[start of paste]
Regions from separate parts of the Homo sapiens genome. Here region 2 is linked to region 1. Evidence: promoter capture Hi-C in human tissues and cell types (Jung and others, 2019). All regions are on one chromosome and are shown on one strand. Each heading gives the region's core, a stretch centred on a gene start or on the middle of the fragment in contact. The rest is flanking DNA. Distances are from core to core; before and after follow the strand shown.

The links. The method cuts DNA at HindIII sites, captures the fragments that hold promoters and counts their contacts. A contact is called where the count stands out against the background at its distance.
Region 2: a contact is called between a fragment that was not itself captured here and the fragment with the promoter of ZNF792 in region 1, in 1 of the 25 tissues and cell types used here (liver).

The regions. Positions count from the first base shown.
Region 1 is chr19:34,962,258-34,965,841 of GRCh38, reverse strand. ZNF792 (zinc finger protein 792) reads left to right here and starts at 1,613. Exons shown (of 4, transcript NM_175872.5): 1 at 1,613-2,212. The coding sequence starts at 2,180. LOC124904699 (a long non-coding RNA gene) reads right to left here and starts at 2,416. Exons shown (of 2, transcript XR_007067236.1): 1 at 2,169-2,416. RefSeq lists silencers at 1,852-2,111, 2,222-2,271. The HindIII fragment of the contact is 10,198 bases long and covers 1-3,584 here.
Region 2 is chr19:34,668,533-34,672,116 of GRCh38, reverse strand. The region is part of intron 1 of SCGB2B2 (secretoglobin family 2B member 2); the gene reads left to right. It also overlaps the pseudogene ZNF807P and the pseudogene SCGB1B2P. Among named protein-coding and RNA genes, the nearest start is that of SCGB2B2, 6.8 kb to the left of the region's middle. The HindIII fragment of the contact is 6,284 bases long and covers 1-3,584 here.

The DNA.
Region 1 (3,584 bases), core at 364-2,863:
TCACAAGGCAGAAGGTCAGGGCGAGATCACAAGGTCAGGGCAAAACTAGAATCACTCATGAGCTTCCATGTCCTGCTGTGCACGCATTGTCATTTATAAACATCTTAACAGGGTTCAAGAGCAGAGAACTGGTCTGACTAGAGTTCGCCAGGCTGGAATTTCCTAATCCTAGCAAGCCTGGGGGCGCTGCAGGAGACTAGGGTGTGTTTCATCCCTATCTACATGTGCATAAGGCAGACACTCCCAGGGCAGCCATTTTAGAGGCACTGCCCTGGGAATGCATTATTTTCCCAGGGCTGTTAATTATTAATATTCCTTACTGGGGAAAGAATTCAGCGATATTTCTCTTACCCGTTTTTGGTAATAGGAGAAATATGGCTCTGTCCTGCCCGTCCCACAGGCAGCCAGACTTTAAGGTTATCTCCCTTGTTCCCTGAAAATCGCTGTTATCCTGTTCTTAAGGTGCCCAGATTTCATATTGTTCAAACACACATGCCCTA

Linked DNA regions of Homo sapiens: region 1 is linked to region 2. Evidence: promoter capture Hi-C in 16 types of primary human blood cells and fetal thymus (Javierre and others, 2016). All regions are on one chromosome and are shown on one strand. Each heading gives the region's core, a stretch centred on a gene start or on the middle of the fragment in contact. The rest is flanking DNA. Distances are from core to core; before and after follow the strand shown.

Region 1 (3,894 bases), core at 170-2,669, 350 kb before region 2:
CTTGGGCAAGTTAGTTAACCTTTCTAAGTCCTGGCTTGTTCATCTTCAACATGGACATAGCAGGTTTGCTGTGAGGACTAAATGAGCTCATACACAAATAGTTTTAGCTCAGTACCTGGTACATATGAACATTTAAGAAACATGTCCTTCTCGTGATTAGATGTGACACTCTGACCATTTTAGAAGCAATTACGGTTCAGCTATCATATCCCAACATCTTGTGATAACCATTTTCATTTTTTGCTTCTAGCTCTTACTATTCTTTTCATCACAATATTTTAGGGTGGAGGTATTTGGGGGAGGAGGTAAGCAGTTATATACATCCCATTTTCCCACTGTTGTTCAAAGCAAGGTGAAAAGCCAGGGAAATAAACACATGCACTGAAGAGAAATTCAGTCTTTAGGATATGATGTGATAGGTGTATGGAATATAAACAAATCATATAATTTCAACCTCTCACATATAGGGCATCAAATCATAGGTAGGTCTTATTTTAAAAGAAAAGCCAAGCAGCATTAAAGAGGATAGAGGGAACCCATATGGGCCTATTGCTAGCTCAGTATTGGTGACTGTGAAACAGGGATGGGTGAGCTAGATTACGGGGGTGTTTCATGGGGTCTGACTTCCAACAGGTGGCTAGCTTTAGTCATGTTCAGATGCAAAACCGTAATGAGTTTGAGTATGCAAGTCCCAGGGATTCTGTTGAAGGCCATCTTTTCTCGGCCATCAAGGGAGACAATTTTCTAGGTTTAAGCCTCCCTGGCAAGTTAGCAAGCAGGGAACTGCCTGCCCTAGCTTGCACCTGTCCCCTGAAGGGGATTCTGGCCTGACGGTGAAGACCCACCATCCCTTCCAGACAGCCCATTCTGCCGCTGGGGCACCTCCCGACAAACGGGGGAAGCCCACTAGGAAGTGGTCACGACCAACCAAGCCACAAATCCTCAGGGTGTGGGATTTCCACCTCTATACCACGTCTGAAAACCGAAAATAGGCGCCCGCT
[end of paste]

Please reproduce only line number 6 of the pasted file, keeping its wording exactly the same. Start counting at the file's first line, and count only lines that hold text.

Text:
Region 2 is chr19:34,668,533-34,672,116 of GRCh38, reverse strand. The region is part of intron 1 of SCGB2B2 (secretoglobin family 2B member 2); the gene reads left to right. It also overlaps the pseudogene ZNF807P and the pseudogene SCGB1B2P. Among named protein-coding and RNA genes, the nearest start is that of SCGB2B2, 6.8 kb to the left of the region's middle. The HindIII fragment of the contact is 6,284 bases long and covers 1-3,584 here.